While many monographs and articles have been published on the relationship between the text and a named location (e.g. specific cities such as Paris, London, Rome etc.), literary studies have produced relatively little in terms of spatial-textual theory. In general, literary critics tend to borrow from other, related fields—such as geography, architecture, philosophy or sociology—in order to analyze the spatial in literature. This part of the seminar will concern theories on space and place from both geographical and literary perspectives. Drawing on these (and other, related) theories, we will analyze literary and filmic texts, set in Tuscany, which exemplify spaces of alterity (based on race, ethnicity, gender, sexuality, class etc.) and conflict, in order to explore how urban space is configured in contemporary novels and reportage.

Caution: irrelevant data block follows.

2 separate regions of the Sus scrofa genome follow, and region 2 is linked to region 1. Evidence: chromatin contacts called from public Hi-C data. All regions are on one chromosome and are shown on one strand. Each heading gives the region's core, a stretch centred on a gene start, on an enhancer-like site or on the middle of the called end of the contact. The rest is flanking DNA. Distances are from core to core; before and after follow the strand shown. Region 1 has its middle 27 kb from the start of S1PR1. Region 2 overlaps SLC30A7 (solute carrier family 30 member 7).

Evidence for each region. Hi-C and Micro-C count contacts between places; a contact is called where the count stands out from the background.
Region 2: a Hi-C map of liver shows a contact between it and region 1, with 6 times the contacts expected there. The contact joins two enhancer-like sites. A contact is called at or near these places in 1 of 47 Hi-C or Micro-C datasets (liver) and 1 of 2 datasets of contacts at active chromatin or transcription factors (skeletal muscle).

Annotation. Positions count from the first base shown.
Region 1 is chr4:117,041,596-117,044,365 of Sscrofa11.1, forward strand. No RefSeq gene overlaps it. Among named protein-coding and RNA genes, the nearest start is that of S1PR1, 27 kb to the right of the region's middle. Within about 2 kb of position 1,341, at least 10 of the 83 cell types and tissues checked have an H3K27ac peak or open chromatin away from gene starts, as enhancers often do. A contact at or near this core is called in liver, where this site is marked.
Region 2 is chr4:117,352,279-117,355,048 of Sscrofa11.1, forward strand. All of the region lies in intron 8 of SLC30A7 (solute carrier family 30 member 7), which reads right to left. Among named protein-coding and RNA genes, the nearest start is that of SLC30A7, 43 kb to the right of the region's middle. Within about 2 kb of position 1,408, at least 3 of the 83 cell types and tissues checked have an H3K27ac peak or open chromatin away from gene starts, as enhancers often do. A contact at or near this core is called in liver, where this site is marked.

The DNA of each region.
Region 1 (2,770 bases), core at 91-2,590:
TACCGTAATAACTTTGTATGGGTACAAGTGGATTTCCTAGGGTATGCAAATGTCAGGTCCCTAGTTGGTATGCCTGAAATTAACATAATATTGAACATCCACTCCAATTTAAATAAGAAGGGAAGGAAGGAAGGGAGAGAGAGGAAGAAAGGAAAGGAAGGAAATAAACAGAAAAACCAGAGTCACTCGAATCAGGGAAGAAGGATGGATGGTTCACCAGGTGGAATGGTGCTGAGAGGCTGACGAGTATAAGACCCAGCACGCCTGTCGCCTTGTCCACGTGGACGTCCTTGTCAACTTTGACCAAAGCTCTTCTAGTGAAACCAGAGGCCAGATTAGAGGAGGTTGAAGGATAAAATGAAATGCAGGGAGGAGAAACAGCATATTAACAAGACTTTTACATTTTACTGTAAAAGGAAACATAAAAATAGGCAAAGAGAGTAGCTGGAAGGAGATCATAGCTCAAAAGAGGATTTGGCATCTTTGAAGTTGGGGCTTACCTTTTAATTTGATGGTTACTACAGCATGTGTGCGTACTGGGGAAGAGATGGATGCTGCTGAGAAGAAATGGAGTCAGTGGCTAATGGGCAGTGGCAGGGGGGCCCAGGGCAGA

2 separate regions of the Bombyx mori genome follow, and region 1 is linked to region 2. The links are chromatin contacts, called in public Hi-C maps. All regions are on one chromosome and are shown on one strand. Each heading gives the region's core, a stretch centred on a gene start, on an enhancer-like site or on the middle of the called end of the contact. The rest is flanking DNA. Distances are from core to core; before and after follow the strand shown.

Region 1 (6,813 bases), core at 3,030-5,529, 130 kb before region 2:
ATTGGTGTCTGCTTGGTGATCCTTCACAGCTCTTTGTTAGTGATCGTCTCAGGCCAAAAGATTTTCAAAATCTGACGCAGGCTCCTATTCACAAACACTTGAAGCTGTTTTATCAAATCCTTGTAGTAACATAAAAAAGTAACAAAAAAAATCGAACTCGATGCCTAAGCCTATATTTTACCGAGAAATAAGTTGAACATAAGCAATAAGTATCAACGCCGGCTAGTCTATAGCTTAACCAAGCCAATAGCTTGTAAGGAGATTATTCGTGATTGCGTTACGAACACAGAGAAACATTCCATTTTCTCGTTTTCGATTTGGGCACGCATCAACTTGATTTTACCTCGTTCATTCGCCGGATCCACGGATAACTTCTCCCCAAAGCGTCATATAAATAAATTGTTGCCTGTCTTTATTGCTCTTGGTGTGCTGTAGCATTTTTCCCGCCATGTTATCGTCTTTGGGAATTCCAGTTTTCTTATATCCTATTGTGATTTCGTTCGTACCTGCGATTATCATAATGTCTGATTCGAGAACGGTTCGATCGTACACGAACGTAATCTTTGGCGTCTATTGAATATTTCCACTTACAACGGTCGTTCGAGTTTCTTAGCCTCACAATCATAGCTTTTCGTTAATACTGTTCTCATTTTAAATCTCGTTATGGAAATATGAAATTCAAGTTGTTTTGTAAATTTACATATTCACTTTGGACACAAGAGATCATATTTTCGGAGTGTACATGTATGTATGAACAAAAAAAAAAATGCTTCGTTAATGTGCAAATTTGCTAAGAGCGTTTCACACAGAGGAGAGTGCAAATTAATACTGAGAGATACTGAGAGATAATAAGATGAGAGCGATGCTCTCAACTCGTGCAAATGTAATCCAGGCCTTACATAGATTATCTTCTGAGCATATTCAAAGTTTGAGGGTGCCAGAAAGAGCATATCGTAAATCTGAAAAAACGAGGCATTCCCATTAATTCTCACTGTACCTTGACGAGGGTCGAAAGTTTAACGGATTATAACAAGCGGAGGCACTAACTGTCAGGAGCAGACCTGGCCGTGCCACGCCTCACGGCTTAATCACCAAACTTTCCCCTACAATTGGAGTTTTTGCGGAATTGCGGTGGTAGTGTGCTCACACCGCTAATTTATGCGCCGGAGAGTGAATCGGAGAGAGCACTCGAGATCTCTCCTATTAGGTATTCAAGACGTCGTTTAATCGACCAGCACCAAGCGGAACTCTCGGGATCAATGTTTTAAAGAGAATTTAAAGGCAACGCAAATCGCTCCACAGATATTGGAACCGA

Silvia Ross, University College Cork
Monday Feb 23rd 2015, 9.30am-0.30pm, Aula Pietre, Palazzo di San Clemente, Via Micheli 2
Monday Feb 23rd 2015, 2.30am-5.30pm, Aula Pietre, Palazzo di San Clemente, Via Micheli 2